Winter is cold. You have wind chills that take your breath away just standing too close to the window. You have ice layers you can't even see, let alone navigate by foot or tire alone. Then you get the snow pack, and then more ice as it 'warms' a bit in the day, just to refreeze again overnight. Then more snow on top of that. In most true winters, that scene just repeats itself and you get plenty used to it between December (sometimes November) until at least February (sometimes March...late).

Either way, winter is not what most of these areas has had for a handful of years. When we moved, 5 years ago this spring, we hadn't had a really good, normal winter in several years really. Seems, listening to the by-standers on the streets in Chicago, Madison and even New York, they have long forgotten what the definition of winter is in the north. I can understand some of the Prairie states, who generally get the same weather but in a bit more of a hit-n-run fashion forgetting the intensity, but Chicago and Buffalo? C'mon folks. Pull up the long johns, layer on some flannel and get back out there. Show your resilience. Show that fortitude that built the North. At least do your crying inside the privacy of your home with the curtains pulled (for added warmth, you know). Winter happens just about every year. If you are over the age of reason, you know what you should have already done to prepare for this, even if it was simply a foggy dream of what you thought might happen. You knew to fill your car with gas, you knew to pack the truck with sand for weight on those iced roadways, to keep a shovel, extra boots and gloves, some blankets and maybe some strong tow rope or a tow chain in that trunk as well. You knew that you needed a new window scrapper last winter. You know that with snow comes shovelling outside, and added time to even consider going outside and leaving the driveway to get somewhere. You knew you should have gotten some kerosene heaters, and kerosene, just in case the power went out at some point during the season. You knew it would be prudent to have some bread, some milk, maybe even some eggs and such in the freezer, stocked and waiting. You knew that maybe a few jugs of water for when the pipes freeze would be nice. And if you were hit with an outage, all those nice food stocks would be helpful to those who took you in to keep you from freezing alone at home.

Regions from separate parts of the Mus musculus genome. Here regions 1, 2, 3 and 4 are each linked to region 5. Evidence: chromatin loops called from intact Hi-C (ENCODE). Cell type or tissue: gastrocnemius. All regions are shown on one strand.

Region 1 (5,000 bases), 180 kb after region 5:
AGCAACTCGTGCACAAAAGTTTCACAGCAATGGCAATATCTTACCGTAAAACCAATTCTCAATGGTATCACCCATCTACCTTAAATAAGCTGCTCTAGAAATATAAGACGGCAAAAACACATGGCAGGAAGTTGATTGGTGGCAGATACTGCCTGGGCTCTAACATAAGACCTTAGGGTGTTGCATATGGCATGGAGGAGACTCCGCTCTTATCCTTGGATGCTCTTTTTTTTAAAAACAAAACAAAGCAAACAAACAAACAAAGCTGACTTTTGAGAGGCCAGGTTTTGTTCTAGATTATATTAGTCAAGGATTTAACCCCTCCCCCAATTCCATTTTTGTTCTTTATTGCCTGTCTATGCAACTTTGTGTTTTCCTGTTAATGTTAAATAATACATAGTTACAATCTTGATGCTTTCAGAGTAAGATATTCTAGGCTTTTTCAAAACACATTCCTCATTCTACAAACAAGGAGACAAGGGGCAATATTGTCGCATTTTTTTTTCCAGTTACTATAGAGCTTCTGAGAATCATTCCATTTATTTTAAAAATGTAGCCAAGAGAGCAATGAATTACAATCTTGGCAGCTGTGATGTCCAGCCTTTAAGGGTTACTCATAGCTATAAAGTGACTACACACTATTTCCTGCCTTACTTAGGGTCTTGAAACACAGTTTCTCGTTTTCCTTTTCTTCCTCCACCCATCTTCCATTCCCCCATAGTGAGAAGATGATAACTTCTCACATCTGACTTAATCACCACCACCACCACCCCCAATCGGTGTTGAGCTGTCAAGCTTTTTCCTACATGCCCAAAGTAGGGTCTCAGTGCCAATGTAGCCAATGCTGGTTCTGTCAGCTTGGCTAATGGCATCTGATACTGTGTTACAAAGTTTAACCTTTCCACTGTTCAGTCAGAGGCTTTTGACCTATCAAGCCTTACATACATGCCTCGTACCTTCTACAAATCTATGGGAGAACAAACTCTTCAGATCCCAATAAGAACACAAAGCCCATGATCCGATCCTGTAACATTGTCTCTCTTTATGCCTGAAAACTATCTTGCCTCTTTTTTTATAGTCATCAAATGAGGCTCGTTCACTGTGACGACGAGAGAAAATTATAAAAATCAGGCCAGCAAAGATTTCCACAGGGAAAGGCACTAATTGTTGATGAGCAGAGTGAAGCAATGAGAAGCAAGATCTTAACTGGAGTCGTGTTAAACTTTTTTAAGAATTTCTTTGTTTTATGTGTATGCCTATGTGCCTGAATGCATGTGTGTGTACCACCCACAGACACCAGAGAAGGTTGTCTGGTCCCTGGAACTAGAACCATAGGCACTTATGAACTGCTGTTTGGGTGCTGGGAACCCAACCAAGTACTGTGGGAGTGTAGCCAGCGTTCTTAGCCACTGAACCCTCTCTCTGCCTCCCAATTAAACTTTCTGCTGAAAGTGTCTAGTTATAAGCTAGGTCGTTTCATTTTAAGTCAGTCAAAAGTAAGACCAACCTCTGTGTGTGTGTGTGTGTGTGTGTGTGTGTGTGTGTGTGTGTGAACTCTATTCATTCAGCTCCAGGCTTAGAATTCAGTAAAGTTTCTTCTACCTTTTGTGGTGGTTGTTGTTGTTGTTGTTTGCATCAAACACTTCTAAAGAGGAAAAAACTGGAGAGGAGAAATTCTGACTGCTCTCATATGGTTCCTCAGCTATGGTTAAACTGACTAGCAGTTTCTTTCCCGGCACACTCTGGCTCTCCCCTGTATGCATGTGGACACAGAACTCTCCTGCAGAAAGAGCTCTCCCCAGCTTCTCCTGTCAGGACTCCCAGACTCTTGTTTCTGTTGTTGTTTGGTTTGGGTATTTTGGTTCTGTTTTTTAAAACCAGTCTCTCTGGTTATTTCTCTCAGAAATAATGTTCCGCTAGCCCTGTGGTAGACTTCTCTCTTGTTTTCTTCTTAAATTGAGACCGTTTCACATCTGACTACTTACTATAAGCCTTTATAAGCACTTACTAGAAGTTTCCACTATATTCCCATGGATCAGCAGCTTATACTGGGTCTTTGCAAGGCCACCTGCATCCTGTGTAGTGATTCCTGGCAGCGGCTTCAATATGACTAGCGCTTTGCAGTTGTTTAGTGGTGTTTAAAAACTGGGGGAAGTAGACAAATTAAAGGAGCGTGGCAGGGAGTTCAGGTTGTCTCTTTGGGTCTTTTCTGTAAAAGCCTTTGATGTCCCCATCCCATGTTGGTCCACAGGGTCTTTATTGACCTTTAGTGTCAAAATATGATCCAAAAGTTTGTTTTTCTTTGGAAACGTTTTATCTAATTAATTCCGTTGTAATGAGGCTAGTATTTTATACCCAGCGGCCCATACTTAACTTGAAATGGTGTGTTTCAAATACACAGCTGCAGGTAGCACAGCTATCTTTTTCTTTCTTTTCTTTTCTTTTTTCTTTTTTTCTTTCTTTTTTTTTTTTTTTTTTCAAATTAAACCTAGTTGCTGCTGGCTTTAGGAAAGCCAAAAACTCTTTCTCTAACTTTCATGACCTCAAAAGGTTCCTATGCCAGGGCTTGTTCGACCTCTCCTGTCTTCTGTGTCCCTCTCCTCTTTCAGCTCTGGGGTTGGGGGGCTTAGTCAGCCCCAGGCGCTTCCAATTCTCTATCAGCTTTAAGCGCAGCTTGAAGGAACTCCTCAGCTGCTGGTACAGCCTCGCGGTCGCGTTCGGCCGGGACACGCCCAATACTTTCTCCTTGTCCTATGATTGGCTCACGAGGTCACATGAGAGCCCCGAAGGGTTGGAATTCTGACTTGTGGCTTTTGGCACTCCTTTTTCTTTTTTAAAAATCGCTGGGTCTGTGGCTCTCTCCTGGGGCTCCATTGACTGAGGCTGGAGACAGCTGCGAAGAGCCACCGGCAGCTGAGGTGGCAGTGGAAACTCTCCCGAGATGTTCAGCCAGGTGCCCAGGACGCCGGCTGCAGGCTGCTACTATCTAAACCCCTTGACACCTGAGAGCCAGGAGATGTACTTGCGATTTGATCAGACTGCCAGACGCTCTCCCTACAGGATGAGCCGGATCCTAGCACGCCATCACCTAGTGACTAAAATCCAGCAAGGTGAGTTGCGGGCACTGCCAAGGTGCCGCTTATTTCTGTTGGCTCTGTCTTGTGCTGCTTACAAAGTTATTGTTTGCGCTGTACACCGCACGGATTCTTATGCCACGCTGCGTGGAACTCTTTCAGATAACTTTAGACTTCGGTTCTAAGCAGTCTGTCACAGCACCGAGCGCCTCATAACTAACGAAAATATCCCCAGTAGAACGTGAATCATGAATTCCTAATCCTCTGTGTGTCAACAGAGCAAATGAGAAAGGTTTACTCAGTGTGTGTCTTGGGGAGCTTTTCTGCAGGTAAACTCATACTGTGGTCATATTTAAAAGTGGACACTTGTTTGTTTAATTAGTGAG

It's called winter. It's not something newly discovered. It happens year after year to most regions, albeit to varying degrees, but it still happens. Life is not screeching to a halt to wait for a thaw. It's rolling along much slower due to someone forgetting the cardinal rule of letting the engine run for at least 30 minutes...


LizBeth said...

Hey, this is news to me. I thought we were supposed to be all warmed up? Aren't you being flooded up there in northern Mississippi by the Gulf of Mexico sometime soon . . . . so soon that the U.N. thinks it's an emergency? Winter?? Help!!!!

~Liz, on dry ground and cold

Anonymous said...

That's telling em! (says the Australian as she laughs and reads your post out loud to her husband :)

Paula said...

People are like that around here the first few times it snows. I try to stay off the roads because people seem to forget how to drive! We've got a bit of snow and it's not too cold. Trees look beautiful too :)

I received my pay-it-forward gift yesterday. A very nice surprise in my mailbox -didn't even have to drive to the post office. Thanks!

Stephanie said...

I am sitting here with tears in my eyes, from laughing so hard! This has to be one of your best posts yet!!!



Jeremiah 6:16
Thus saith the LORD, Stand ye in the ways, and see, and ask for the old paths, where is the good way, and walk therein, and ye shall find rest for your souls.